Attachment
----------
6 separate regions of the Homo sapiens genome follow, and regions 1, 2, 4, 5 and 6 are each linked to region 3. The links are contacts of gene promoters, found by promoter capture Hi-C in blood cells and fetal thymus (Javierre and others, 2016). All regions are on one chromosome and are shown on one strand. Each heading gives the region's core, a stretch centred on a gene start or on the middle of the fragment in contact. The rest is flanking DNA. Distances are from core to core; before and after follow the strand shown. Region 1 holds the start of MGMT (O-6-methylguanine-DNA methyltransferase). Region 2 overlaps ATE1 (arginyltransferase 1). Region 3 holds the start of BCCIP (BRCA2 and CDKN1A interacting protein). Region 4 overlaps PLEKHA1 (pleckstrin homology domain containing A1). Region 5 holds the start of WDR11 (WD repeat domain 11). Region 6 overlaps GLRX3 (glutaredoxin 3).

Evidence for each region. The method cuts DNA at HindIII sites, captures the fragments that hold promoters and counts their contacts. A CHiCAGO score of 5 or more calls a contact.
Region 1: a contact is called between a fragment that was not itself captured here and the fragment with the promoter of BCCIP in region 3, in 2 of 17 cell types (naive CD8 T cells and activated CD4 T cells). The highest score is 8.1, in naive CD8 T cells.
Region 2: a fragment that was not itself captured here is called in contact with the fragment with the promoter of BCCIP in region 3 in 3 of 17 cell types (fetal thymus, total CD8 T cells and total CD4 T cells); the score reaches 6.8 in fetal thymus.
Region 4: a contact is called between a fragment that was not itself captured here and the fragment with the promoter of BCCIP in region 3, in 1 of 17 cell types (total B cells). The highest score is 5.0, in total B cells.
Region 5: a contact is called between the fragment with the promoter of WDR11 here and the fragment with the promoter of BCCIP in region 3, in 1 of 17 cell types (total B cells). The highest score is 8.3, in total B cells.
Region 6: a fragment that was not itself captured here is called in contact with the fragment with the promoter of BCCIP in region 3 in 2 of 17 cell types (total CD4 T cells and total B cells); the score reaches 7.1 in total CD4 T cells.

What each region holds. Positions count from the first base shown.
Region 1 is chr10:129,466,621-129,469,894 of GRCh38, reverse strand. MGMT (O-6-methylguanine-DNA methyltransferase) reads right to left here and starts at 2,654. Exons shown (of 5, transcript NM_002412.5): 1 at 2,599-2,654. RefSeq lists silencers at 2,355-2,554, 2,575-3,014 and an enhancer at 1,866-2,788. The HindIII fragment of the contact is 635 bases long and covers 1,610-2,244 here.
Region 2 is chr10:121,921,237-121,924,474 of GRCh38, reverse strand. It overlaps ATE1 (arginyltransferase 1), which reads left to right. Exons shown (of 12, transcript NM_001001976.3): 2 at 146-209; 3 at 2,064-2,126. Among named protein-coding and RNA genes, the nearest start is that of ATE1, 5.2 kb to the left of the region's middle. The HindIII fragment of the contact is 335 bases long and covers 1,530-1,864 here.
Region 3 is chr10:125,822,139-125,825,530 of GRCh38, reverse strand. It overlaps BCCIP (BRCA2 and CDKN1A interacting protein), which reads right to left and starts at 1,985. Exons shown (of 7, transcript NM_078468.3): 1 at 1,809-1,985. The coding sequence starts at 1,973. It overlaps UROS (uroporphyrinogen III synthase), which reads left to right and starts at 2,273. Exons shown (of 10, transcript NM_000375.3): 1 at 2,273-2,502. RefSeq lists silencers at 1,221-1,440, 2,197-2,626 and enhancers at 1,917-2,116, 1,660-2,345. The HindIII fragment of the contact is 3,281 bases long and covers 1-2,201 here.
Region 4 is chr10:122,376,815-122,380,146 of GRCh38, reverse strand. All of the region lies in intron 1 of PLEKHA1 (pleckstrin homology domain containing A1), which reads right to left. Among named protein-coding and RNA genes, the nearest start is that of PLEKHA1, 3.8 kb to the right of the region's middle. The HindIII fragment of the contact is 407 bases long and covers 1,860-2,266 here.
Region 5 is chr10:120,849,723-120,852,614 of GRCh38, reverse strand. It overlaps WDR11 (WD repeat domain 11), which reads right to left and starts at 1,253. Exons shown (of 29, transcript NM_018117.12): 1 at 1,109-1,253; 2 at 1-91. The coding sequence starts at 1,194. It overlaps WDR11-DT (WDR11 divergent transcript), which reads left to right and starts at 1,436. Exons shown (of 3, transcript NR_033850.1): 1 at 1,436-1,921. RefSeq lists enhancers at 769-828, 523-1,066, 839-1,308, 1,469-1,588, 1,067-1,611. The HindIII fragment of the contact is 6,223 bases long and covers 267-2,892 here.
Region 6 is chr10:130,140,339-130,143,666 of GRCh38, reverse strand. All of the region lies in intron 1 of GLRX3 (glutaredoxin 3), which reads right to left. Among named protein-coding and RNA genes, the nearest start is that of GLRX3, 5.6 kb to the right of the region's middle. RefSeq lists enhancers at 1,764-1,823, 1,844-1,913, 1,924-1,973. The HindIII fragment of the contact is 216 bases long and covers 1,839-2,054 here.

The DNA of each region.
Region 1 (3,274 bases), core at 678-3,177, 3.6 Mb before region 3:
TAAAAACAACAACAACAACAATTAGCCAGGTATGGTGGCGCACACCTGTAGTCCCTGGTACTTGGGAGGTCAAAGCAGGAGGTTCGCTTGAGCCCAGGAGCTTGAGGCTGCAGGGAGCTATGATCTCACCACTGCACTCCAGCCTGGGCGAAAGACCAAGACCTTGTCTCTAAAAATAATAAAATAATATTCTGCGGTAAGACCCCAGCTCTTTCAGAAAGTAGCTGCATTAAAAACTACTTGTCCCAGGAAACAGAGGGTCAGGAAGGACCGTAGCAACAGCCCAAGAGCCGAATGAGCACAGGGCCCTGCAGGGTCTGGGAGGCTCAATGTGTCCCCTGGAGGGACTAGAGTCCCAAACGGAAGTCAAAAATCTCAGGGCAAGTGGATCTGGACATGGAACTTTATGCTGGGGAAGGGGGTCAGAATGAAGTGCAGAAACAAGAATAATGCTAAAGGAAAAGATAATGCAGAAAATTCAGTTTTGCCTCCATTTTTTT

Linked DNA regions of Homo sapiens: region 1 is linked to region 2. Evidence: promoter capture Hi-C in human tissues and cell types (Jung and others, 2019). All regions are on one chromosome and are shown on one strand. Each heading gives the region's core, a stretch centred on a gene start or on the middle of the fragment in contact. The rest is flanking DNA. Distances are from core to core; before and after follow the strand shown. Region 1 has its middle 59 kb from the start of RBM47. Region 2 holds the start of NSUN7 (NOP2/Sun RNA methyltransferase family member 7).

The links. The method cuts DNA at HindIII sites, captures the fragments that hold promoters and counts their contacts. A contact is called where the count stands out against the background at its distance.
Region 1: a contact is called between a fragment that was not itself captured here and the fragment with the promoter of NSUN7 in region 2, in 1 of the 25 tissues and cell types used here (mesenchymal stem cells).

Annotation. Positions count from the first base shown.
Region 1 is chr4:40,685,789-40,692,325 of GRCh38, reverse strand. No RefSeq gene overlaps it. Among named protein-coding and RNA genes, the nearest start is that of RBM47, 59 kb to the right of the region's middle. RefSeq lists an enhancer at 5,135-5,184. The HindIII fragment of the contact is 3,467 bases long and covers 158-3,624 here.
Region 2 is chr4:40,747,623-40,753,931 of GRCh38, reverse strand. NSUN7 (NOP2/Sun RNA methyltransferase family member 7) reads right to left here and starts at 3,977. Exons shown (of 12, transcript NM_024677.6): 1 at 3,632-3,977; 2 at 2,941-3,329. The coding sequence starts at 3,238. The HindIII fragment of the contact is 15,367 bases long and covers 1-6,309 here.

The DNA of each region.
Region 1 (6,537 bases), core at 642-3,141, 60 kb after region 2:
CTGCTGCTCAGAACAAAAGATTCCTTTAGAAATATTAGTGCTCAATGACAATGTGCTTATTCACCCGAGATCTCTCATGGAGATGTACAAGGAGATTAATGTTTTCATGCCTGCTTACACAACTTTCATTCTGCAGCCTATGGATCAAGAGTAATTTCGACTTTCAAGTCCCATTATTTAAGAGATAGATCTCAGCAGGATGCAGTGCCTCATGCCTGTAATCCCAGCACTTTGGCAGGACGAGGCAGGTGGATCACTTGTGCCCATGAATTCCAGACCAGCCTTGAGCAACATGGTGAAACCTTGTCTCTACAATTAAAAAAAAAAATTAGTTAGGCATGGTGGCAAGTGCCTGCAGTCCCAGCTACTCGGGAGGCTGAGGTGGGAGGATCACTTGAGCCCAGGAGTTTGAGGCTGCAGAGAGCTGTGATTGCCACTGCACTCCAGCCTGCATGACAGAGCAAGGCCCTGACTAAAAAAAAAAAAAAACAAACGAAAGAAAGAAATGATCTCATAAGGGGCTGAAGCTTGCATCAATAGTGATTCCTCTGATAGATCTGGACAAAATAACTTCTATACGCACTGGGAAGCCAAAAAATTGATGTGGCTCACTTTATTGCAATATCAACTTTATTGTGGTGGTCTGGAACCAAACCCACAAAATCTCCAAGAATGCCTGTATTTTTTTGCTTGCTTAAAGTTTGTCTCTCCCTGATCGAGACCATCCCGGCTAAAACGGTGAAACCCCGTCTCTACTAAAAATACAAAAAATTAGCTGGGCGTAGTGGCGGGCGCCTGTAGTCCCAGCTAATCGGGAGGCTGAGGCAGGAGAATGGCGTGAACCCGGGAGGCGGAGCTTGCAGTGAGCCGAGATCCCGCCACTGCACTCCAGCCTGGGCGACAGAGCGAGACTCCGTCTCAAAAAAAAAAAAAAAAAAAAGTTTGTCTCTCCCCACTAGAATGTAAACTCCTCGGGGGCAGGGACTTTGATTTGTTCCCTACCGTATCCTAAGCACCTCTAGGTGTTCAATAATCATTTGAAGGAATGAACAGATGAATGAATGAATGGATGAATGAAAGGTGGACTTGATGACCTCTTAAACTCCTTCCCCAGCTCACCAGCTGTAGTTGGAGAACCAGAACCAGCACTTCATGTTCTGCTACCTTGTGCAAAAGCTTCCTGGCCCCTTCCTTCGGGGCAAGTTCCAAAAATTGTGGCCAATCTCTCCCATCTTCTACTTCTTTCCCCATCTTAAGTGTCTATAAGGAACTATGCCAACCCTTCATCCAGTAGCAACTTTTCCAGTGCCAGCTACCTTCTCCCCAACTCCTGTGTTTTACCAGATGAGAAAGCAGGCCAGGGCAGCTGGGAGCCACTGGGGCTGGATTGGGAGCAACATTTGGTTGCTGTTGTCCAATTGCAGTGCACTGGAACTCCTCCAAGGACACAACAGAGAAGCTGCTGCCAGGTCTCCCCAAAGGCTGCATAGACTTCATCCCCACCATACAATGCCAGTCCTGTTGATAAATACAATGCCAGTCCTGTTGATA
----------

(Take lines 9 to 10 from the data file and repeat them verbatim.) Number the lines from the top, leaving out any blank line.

Region 1 is chr10:129,466,621-129,469,894 of GRCh38, reverse strand. MGMT (O-6-methylguanine-DNA methyltransferase) reads right to left here and starts at 2,654. Exons shown (of 5, transcript NM_002412.5): 1 at 2,599-2,654. RefSeq lists silencers at 2,355-2,554, 2,575-3,014 and an enhancer at 1,866-2,788. The HindIII fragment of the contact is 635 bases long and covers 1,610-2,244 here.
Region 2 is chr10:121,921,237-121,924,474 of GRCh38, reverse strand. It overlaps ATE1 (arginyltransferase 1), which reads left to right. Exons shown (of 12, transcript NM_001001976.3): 2 at 146-209; 3 at 2,064-2,126. Among named protein-coding and RNA genes, the nearest start is that of ATE1, 5.2 kb to the left of the region's middle. The HindIII fragment of the contact is 335 bases long and covers 1,530-1,864 here.